- Use a pair of tongs to safely rotate the eggplant over the open flame.
- What makes this dip extra delicious is the smoky flavor that is achieved by roasting the eggplant over a flame. The easiest way to achieve that is over the flame of a gas stove. Alternatively, cook the eggplant with the flame of a BBQ or broiler.
- If you don’t have a gas burner, you can also roast the eggplant in the oven. Preheat the oven to 400ºF (205°C). Pierce the skin of the eggplant several times with a fork to prevent the eggplant from exploding in the oven. Roast on a baking sheet lined with parchment paper or foil until soft, about 35-45 minutes. For more options for cooking a whole eggplant, see Tori Avey’s article on How to Cook an Eggplant.
This dip tastes best the day it is prepared. However, the dip can be made up to one day in advance (without the tomato and parsley garnish), cover, and refrigerate. To serve, let it come to room temperature, and garnish before serving.
Storage and Reheating
How to store: Store leftovers in an airtight container in the refrigerator for up to 3 days.
How to freeze: I do not recommend freezing this dish.
What To Serve With Mediterranean Eggplant Dip
This smoky eggplant dip makes the perfect appetizer or side dish for a Mediterranean meal. Serve it with pita wedges or challah.
Roasted Eggplant Dip Recipe
- ROAST: Roast whole eggplants using the flame of a gas stove. Poke a few holes in each eggplant with a fork so they don’t explode open while cooking. Place foil on the stove top around a burner to catch spills, optional. Place the eggplants next to each other directly over the burner of a gas stove right on top of the grate. Set the flame to medium, and start roasting the eggplants all over. Use long handled tongs to rotate the eggplants, being sure to get the tips of each. Rotate an eggplant when the bottom side is well charred and buckled. The eggplants are done when they’re blackened and soft all over, about 20-30 minutes.
- PEEL: Once both eggplants are cool to touch, peel off and discard the charred skin. It’s ok if a few tiny flecks of char remain. Do not remove the green stems, and keep the eggplants’ shape intact.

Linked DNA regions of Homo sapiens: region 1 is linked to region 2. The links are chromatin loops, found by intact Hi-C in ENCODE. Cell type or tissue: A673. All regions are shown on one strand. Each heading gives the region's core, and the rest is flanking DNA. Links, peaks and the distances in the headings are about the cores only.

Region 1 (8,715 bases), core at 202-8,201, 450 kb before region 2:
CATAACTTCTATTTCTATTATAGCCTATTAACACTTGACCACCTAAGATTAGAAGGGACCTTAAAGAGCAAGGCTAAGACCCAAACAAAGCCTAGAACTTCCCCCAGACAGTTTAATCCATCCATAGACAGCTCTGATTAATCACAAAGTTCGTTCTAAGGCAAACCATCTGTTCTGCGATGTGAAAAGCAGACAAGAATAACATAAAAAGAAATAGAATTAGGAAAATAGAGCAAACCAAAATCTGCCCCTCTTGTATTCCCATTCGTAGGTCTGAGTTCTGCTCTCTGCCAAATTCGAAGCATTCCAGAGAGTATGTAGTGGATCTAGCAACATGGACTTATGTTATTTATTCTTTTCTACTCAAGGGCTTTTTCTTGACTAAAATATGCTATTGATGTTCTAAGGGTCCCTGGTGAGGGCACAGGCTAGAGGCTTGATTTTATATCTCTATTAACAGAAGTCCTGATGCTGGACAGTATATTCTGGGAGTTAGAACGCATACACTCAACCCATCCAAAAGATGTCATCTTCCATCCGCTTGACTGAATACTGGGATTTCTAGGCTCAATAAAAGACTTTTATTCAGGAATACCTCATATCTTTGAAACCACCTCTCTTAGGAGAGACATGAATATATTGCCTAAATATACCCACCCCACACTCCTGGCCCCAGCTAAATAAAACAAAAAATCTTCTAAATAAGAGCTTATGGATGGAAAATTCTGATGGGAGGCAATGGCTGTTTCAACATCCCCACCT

- MASH: Place eggplants on a serving dish. If an eggplant split lengthwise, lie the eggplant down with the largest split face up. If there’s not a split, make a shallow cut lengthwise to help reveal the inner flesh. Do not cut all the way through to the bottom. Gently mash each eggplant with a fork, but keep the outer edges intact to keep the general shape of the eggplant. Mash with fork tines cutting across the long strands inside to help break it apart.
- ADD: Next drizzle the tahini on top of the two eggplants, about 2 tablespoons on each. Then sprinkle the lemon juice and seasonings divided evenly on top of each eggplant.
- MIX AND GARNISH: Gently mix the added ingredients into the mashed eggplant with the fork, again retaining the general shape of the eggplant. The outer edge of the eggplant helps contain the dip like a bowl. Wipe the sides of the plate for a neat presentation. Top with sprinkled chopped tomatoes and parsley.
- SERVE: Serve at room temperature or chilled with challah, pita chips, pita bread, or vegetable dippers such as sliced cucumbers and carrots.
- How to cook the eggplants in the oven: roast the whole eggplants in the oven. Preheat the oven to 400ºF. Pierce the skin of the eggplant several times with a fork to prevent the eggplant from exploding in the oven. Roast on a baking sheet lined with parchment paper or foil until soft, about 35-45 minutes.
- How to store: Store leftovers in an airtight container in the refrigerator for up to 3 days.
- How to freeze: I do not recommend freezing this dish.
- This dip tastes best when served right after it has been prepared. Make the dip up to one day ahead (without the tomato and parsley garnish), cover and refrigerate. To serve, let it come to room temperature and garnish before serving.